“When I look at jewelry in museums, I’m always drawn to the very, very old, and the medieval period,” she said. “I like the heavy metal, the cabochon stones. I like the 22- and 24-karat golds. I think that influences a lot of what I do, but I’m not sure if it falls neatly into any category. There’s a lot of metal in what I do. I like the strong color of 22-karat and the cleanness of platinum. It shows off the gemstones better than 14-karat, which can be a weaker color.”
In addition to the tangible metals — gold and platinum — she works with, along with the gemstones, there’s an additional, invisible element that McLaurin adds to the creation process.
“I try to fill my pieces up that I build with joy and positivity and make sure that I’m putting nothing into this piece but love,” she said. ”Because this world can be a kind of a hard place to live in, I really want what I make to bring people joy, and I want you to put it on and think, ’Ok, I’m good now.’”
What is the process for creation of jewelry for a customer? How do you meet their needs? McLaurin says she gets ideas from what is said, and what is not said, by her customers. In order to represent their desires, she picks up ideas about their needs through body language, other jewelry they’re wearing, and what they say to help the artist create a unique design. The desire for a custom creation is different with each person, and McLaurin sees a lot of her customers searching the internet for ideas. It may take some time to get beyond the ordinary, everyday rings that you see online.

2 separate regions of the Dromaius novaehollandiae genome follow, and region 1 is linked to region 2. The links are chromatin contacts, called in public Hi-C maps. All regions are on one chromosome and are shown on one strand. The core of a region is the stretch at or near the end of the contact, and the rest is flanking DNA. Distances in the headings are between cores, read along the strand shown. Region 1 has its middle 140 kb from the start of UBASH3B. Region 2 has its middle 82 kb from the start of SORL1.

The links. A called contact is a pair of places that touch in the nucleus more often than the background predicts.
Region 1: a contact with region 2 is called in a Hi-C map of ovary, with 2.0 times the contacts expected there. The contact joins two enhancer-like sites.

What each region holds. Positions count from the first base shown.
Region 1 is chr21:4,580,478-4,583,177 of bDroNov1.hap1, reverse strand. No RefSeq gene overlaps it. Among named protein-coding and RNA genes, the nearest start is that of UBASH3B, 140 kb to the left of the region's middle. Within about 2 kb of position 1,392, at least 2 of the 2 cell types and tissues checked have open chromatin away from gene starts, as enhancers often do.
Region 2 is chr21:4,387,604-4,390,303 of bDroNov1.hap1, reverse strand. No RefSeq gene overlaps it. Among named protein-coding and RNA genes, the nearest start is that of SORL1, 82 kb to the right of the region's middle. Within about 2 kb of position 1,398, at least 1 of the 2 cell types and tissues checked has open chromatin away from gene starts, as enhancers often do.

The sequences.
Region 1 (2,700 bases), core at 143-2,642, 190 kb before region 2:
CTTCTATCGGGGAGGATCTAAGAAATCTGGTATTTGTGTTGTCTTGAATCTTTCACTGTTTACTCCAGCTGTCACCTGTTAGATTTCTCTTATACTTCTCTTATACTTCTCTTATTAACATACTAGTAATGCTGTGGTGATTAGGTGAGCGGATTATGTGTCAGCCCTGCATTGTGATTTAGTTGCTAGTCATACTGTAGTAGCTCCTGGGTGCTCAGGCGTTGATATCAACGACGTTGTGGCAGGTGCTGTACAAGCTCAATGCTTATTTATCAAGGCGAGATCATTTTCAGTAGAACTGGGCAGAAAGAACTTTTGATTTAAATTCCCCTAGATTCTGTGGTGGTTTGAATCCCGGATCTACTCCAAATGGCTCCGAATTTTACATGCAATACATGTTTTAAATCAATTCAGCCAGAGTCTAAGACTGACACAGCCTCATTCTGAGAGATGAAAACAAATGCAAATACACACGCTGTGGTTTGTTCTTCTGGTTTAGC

“Some people, it happens all the time, people come in and they’ll say ‘I want this,’” she said. “It happened a couple of days ago. Someone brought me a picture on their phone and they found it online, and said I want you to make me this ring. And I said, OK, I can make something similar. It won’t be exact; it will be similar. Have you ever seen my work?”
McLaurin then takes the customer on a journey to find out what they are really wanting to say with their jewelry. If they aren’t limited to what they find on the internet, what would they really like to get? When she gets to make a piece of jewelry for them, and fulfill their needs, its a rewarding process, she said. She listens to the customer in order to discover what they are looking for. She wants the jewelry to fit the wearer.
“I want you to put on this piece of jewelry and never take it off,” McLaurin said. “I want to you to be so happy every time you see it, and I want it to bring you a tremendous amount of joy. I want it to represent you. When I make it, I’m not making it for me, I make it for you. I’m trying to pick up on what you are telling me in your body language, to what you are saying to try to help you design a piece of jewelry that is yours.”
Once the artist talks and listens to the customer’s needs and creates concepts that fulfill these ideas, she begins with a set of drawings with the ultimate goal of the customers joy in wearing the work. If it’s beyond the desire of the customer, she’s missed the mark.
“So, I’m not trying to make things that are so far out there that you can’t wear it; I want you to wear it every day,” McLaurin said. “I want you to never want to take it off.”
There are custom productions that she makes for her customers, and many different concepts realized in her art for sale in the showroom. But among the rare stones like alexandrite, the gold necklaces, and the platinum bracelets, she does have a favorite work for her art.
“Engagement rings,” McLaurin said. “Those are so much fun. There’s so much hope. It’s an exciting process to be involved with that!”
After all this time in the business, McLaurin finds new joy in her work every day.
“Sometimes I am surprised that this is what I do,” McLaurin said. “After 22 years, I still can’t wait to go to work.”